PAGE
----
We all have authors we know about whose books we plan to read “some day.” That was the case for me with the English author Anthony Powell, who lived from 1905 to 2000, and is best known for his 12-volume series of novels entitled A Dance to the Music of Time.
This series remains a treat in store for me, because I took the Powell plunge by diving into his 1939 book What’s Become of Waring. It is a brilliant satire of the London world of book publishing, and it is very, very funny.
Our narrator is an editor for the old firm of Judkins and Judkins. “It was a small business with two partners, Hugh and Bernard Judkins, who were partners.” Hugh, the younger brother, joined the firm later, and “threw himself heart and soul into a profession which provided boundless scope for the intellectual fussing that he had found so congenial as a schoolmaster. . . .
“From the day that Hugh entered the office, Bernard, never over-addicted to optimism, became increasingly embittered. He dated from the period when a reasonable standard of honesty and good manners were the best that any writer could hope for from his publisher – and even these were hard enough to obtain. . . . ” |
I should interject here that Powell worked in the 1930s in the world of publishing, and his weary knowledge shines through every line.
“Bernard” our narrator tells us, in a book where every paragraph begs to be quoted “began to loathe books, so that it seemed that he had only entered the trade to take his revenge on them.” His life “became one long crusade against the printed word. Every work that appeared under the Judkins & Judkins colophon did so in the teeth of Bernard’s bitter opposition.”
As you can imagine, this makes life hard for our narrator as he tries to find books for his firm to publish. His major, immediate problem is to find an acceptable author to write an authorized biography of the recently deceased travel writer, T.T. Waring, the big star on the Judkins list. The search does not go well. When finally, miraculously, a man named Hudson (a good chap, an officer in the Territorial Army with no writing experience) is accepted by both brothers, his research goes badly. It produces proof that the shadowy Waring plagiarized all of his most successful titles from hidden travel tales published in French and never translated.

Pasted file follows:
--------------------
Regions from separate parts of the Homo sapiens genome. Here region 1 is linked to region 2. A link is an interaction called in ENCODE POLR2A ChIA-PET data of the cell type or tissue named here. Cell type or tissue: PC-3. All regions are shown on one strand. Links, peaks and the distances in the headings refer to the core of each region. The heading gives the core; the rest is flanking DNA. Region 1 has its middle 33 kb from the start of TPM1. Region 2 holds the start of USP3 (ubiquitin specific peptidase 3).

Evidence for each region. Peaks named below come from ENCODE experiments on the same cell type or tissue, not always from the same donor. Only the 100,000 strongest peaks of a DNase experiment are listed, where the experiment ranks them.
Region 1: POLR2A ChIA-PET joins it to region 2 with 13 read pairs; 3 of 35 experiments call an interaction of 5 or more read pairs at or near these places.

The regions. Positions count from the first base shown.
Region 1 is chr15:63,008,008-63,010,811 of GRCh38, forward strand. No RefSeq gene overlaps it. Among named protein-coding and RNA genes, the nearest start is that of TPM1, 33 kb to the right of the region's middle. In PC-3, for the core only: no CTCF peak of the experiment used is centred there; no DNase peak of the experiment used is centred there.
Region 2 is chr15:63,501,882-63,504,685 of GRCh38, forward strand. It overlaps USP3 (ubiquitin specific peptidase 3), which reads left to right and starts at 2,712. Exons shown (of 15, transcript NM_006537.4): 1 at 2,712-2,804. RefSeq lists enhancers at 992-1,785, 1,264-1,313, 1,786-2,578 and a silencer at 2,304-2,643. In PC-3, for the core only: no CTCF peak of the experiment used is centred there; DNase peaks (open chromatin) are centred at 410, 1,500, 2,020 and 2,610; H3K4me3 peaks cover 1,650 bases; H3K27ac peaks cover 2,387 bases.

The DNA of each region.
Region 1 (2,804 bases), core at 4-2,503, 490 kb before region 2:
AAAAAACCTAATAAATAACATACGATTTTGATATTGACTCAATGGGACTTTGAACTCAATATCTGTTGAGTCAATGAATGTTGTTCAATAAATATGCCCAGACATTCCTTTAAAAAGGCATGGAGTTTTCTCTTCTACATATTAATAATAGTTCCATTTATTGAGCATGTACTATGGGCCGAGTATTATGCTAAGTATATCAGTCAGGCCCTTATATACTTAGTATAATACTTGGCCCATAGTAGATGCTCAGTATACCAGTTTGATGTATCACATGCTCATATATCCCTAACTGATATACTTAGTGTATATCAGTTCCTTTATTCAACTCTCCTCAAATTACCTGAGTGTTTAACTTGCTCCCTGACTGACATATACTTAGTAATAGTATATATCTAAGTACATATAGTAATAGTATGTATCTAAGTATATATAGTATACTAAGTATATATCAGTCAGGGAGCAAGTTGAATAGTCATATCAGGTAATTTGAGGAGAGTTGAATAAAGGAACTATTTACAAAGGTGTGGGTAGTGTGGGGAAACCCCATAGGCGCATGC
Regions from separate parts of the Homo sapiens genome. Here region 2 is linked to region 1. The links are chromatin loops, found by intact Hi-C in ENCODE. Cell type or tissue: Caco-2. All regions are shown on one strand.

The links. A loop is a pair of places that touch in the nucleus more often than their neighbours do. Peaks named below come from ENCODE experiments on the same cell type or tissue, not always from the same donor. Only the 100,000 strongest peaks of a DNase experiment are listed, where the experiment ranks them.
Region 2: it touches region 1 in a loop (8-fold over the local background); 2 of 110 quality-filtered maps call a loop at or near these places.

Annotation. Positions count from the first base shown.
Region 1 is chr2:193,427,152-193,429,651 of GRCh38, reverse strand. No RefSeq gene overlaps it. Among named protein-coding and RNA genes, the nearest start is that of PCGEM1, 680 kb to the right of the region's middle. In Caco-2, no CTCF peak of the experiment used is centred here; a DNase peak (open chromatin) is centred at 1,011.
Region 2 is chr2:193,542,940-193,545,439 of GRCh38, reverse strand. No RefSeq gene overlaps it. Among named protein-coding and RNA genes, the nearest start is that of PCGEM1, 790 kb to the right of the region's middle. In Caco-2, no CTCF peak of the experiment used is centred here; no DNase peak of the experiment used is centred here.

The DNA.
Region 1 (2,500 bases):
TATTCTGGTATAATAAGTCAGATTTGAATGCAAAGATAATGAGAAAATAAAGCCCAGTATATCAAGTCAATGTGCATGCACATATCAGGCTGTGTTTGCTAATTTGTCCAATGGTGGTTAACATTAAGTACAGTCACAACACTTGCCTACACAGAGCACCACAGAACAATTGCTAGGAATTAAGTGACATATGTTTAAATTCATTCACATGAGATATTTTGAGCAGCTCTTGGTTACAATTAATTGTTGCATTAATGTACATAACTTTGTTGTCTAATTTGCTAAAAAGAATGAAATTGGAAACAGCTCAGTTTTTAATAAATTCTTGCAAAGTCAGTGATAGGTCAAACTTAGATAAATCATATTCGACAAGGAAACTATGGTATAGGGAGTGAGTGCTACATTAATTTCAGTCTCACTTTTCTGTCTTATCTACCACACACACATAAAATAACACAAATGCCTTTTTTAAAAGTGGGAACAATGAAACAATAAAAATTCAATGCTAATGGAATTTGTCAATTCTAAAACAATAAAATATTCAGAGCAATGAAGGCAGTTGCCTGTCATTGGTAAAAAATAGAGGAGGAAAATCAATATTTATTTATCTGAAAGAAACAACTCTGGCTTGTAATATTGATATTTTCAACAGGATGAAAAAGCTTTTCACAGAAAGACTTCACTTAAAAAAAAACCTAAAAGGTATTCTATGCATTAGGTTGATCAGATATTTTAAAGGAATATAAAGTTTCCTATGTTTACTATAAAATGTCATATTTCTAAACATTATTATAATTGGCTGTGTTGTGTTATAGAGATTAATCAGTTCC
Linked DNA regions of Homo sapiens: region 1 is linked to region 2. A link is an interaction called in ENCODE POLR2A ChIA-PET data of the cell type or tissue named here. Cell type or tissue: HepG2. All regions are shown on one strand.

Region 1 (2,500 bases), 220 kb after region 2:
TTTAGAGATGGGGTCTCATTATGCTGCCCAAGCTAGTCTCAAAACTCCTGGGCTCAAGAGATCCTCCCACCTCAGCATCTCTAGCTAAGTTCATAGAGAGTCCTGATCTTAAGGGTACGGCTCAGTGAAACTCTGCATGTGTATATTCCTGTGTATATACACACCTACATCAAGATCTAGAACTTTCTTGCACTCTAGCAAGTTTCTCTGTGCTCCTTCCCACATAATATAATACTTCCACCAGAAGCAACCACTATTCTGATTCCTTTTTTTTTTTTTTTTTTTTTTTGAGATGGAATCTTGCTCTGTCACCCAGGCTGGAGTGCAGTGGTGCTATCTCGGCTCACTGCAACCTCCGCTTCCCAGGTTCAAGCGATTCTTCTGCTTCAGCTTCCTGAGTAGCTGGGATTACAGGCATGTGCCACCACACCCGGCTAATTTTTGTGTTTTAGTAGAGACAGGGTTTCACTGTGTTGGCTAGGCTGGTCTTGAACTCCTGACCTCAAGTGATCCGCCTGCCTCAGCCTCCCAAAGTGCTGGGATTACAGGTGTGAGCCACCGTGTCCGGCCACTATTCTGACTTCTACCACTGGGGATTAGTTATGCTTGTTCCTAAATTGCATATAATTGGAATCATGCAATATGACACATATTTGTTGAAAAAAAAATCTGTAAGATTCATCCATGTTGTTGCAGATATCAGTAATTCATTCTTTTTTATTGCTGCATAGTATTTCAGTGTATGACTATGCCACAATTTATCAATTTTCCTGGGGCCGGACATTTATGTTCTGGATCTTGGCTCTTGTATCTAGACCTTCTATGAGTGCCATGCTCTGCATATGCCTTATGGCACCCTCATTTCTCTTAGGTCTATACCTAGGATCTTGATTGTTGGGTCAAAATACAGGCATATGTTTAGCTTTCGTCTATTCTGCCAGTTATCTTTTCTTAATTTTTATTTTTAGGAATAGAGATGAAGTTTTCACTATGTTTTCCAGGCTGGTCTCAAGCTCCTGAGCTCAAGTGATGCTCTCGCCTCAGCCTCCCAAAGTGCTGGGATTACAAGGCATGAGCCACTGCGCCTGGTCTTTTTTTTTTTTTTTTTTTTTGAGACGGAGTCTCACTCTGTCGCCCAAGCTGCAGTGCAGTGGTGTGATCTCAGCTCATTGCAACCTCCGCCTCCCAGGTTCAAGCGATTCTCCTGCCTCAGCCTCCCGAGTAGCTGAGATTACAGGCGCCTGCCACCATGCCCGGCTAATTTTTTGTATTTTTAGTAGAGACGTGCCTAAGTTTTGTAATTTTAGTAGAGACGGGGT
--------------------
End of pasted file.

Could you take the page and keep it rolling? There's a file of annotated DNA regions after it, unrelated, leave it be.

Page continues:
This news does not go down well with Judkins and Judkins. But Hugh is philosophical about it because at this point he is so madly in love with a young journalist named Roberta Payne that he has signed up a collection of her newspaper articles, although he knows that the book will sell, in his editor’s words “no more than a dozen copies.”
And so it goes, in a book full of characters like the man whose face “had the open, appealing frankness of expression of those who live by their wits.” When another man, a general, leaves a house wearing an opera hat and a black overcoat, “He looked like an immensely distinguished conjuror.”
Powell’s women are equally memorable, such as Beryl, Hudson’s fiancé: “Like so many girls whose lot had been to lead dull lives, her manner implied that all men were her slaves.” Or Beryl’s sister Winefred “all teeth and badly cut brown hair,” whose approach was “threatening” and who had a “goatish” laugh. When she went to a military ball “she said at the top of her lungs that she thought middle-aged men looked silly in short red coats and tight blue trousers.”
Powell reminds me of his contemporary Evelyn Waugh, but with a little less acid in the mix. (Waugh was, famously, such a nasty man in real life that he once gloatingly sat and ate the first banana his war-starved children had seen, as they sat drooling.) I can see why the critic V.S. Pritchett said, “Anthony Powell is our foremost comic writer. ” And from reading What’s Become of Waring, I can see why William Trevor, no less, wrote, “In his ability to capture and control the imagination of his readers through his characters, Mr. Powell is the most subtle writer now performing in English.” I’m glad that I finally caught up with him. I hope that you will, too.